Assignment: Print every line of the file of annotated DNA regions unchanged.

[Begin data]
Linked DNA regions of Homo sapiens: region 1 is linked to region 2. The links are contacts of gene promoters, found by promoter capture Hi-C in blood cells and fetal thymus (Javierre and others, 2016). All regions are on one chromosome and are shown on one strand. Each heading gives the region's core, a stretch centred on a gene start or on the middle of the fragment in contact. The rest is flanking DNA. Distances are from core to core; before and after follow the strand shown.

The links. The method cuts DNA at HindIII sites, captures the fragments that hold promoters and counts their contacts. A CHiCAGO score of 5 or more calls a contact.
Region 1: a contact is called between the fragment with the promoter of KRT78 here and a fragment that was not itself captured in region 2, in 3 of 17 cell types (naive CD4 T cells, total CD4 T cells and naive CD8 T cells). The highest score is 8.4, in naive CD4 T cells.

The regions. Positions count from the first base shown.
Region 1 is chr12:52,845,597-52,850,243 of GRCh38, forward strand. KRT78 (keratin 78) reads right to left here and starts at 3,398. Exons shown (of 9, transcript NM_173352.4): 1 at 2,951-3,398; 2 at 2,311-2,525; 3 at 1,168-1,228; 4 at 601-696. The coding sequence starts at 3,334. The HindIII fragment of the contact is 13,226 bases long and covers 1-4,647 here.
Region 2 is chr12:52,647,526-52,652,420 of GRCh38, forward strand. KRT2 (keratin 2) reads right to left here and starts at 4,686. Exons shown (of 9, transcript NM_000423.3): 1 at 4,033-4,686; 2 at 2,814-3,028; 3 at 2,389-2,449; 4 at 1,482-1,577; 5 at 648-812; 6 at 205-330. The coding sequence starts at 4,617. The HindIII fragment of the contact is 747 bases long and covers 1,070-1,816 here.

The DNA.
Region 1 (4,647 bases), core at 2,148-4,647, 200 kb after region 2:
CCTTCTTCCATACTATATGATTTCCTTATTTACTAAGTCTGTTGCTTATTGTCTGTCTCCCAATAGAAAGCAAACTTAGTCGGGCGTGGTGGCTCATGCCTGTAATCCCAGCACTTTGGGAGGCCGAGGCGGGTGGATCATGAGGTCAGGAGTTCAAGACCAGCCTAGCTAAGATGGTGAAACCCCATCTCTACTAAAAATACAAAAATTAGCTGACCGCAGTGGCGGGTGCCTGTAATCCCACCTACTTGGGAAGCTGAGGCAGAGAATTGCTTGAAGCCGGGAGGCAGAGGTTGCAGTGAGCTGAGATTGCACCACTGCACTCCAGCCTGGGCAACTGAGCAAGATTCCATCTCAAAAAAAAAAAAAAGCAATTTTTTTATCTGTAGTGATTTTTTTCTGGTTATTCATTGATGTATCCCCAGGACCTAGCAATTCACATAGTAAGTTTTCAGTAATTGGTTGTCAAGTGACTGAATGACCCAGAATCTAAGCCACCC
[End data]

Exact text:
Linked DNA regions of Homo sapiens: region 1 is linked to region 2. The links are contacts of gene promoters, found by promoter capture Hi-C in blood cells and fetal thymus (Javierre and others, 2016). All regions are on one chromosome and are shown on one strand. Each heading gives the region's core, a stretch centred on a gene start or on the middle of the fragment in contact. The rest is flanking DNA. Distances are from core to core; before and after follow the strand shown.

The links. The method cuts DNA at HindIII sites, captures the fragments that hold promoters and counts their contacts. A CHiCAGO score of 5 or more calls a contact.
Region 1: a contact is called between the fragment with the promoter of KRT78 here and a fragment that was not itself captured in region 2, in 3 of 17 cell types (naive CD4 T cells, total CD4 T cells and naive CD8 T cells). The highest score is 8.4, in naive CD4 T cells.

The regions. Positions count from the first base shown.
Region 1 is chr12:52,845,597-52,850,243 of GRCh38, forward strand. KRT78 (keratin 78) reads right to left here and starts at 3,398. Exons shown (of 9, transcript NM_173352.4): 1 at 2,951-3,398; 2 at 2,311-2,525; 3 at 1,168-1,228; 4 at 601-696. The coding sequence starts at 3,334. The HindIII fragment of the contact is 13,226 bases long and covers 1-4,647 here.
Region 2 is chr12:52,647,526-52,652,420 of GRCh38, forward strand. KRT2 (keratin 2) reads right to left here and starts at 4,686. Exons shown (of 9, transcript NM_000423.3): 1 at 4,033-4,686; 2 at 2,814-3,028; 3 at 2,389-2,449; 4 at 1,482-1,577; 5 at 648-812; 6 at 205-330. The coding sequence starts at 4,617. The HindIII fragment of the contact is 747 bases long and covers 1,070-1,816 here.

The DNA.
Region 1 (4,647 bases), core at 2,148-4,647, 200 kb after region 2:
CCTTCTTCCATACTATATGATTTCCTTATTTACTAAGTCTGTTGCTTATTGTCTGTCTCCCAATAGAAAGCAAACTTAGTCGGGCGTGGTGGCTCATGCCTGTAATCCCAGCACTTTGGGAGGCCGAGGCGGGTGGATCATGAGGTCAGGAGTTCAAGACCAGCCTAGCTAAGATGGTGAAACCCCATCTCTACTAAAAATACAAAAATTAGCTGACCGCAGTGGCGGGTGCCTGTAATCCCACCTACTTGGGAAGCTGAGGCAGAGAATTGCTTGAAGCCGGGAGGCAGAGGTTGCAGTGAGCTGAGATTGCACCACTGCACTCCAGCCTGGGCAACTGAGCAAGATTCCATCTCAAAAAAAAAAAAAAGCAATTTTTTTATCTGTAGTGATTTTTTTCTGGTTATTCATTGATGTATCCCCAGGACCTAGCAATTCACATAGTAAGTTTTCAGTAATTGGTTGTCAAGTGACTGAATGACCCAGAATCTAAGCCACCC